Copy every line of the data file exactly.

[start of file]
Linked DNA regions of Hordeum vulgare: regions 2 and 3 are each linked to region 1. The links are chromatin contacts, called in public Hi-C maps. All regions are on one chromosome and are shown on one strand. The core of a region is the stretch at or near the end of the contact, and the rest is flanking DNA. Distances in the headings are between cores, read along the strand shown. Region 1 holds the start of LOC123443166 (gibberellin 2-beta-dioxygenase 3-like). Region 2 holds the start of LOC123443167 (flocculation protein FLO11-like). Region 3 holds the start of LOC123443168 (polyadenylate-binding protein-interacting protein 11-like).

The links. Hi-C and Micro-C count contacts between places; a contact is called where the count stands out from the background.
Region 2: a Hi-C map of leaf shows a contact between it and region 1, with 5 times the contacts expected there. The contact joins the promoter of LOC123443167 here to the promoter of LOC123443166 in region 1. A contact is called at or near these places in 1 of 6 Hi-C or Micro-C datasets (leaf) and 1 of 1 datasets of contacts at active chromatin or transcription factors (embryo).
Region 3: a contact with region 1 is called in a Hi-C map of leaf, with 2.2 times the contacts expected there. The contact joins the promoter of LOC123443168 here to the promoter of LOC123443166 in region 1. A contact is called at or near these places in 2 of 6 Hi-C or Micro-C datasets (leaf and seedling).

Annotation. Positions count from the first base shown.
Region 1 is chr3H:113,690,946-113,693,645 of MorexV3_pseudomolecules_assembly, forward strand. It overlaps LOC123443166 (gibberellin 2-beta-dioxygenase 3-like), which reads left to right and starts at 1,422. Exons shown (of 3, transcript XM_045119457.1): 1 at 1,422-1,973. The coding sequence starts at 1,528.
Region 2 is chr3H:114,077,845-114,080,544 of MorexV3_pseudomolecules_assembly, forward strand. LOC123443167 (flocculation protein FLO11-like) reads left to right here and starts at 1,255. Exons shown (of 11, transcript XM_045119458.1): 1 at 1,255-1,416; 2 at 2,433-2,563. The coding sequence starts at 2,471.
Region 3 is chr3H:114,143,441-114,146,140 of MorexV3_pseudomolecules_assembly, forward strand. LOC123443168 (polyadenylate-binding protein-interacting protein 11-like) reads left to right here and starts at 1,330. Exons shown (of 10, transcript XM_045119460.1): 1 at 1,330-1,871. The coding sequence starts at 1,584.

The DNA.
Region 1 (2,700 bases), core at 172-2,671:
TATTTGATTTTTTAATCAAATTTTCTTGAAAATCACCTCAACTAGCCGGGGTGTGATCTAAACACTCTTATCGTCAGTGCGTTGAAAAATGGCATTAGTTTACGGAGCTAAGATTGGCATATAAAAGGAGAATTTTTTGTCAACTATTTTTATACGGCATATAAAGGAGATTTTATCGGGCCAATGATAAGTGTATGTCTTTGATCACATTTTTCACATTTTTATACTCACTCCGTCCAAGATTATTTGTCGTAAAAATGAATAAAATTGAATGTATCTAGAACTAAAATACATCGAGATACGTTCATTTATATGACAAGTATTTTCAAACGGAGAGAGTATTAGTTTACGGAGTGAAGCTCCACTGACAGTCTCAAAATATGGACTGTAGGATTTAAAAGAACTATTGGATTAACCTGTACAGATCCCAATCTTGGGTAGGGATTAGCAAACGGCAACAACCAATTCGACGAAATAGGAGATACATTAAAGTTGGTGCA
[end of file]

Linked DNA regions of Hordeum vulgare: regions 2 and 3 are each linked to region 1. The links are chromatin contacts, called in public Hi-C maps. All regions are on one chromosome and are shown on one strand. The core of a region is the stretch at or near the end of the contact, and the rest is flanking DNA. Distances in the headings are between cores, read along the strand shown. Region 1 holds the start of LOC123443166 (gibberellin 2-beta-dioxygenase 3-like). Region 2 holds the start of LOC123443167 (flocculation protein FLO11-like). Region 3 holds the start of LOC123443168 (polyadenylate-binding protein-interacting protein 11-like).

The links. Hi-C and Micro-C count contacts between places; a contact is called where the count stands out from the background.
Region 2: a Hi-C map of leaf shows a contact between it and region 1, with 5 times the contacts expected there. The contact joins the promoter of LOC123443167 here to the promoter of LOC123443166 in region 1. A contact is called at or near these places in 1 of 6 Hi-C or Micro-C datasets (leaf) and 1 of 1 datasets of contacts at active chromatin or transcription factors (embryo).
Region 3: a contact with region 1 is called in a Hi-C map of leaf, with 2.2 times the contacts expected there. The contact joins the promoter of LOC123443168 here to the promoter of LOC123443166 in region 1. A contact is called at or near these places in 2 of 6 Hi-C or Micro-C datasets (leaf and seedling).

Annotation. Positions count from the first base shown.
Region 1 is chr3H:113,690,946-113,693,645 of MorexV3_pseudomolecules_assembly, forward strand. It overlaps LOC123443166 (gibberellin 2-beta-dioxygenase 3-like), which reads left to right and starts at 1,422. Exons shown (of 3, transcript XM_045119457.1): 1 at 1,422-1,973. The coding sequence starts at 1,528.
Region 2 is chr3H:114,077,845-114,080,544 of MorexV3_pseudomolecules_assembly, forward strand. LOC123443167 (flocculation protein FLO11-like) reads left to right here and starts at 1,255. Exons shown (of 11, transcript XM_045119458.1): 1 at 1,255-1,416; 2 at 2,433-2,563. The coding sequence starts at 2,471.
Region 3 is chr3H:114,143,441-114,146,140 of MorexV3_pseudomolecules_assembly, forward strand. LOC123443168 (polyadenylate-binding protein-interacting protein 11-like) reads left to right here and starts at 1,330. Exons shown (of 10, transcript XM_045119460.1): 1 at 1,330-1,871. The coding sequence starts at 1,584.

The DNA.
Region 1 (2,700 bases), core at 172-2,671:
TATTTGATTTTTTAATCAAATTTTCTTGAAAATCACCTCAACTAGCCGGGGTGTGATCTAAACACTCTTATCGTCAGTGCGTTGAAAAATGGCATTAGTTTACGGAGCTAAGATTGGCATATAAAAGGAGAATTTTTTGTCAACTATTTTTATACGGCATATAAAGGAGATTTTATCGGGCCAATGATAAGTGTATGTCTTTGATCACATTTTTCACATTTTTATACTCACTCCGTCCAAGATTATTTGTCGTAAAAATGAATAAAATTGAATGTATCTAGAACTAAAATACATCGAGATACGTTCATTTATATGACAAGTATTTTCAAACGGAGAGAGTATTAGTTTACGGAGTGAAGCTCCACTGACAGTCTCAAAATATGGACTGTAGGATTTAAAAGAACTATTGGATTAACCTGTACAGATCCCAATCTTGGGTAGGGATTAGCAAACGGCAACAACCAATTCGACGAAATAGGAGATACATTAAAGTTGGTGCA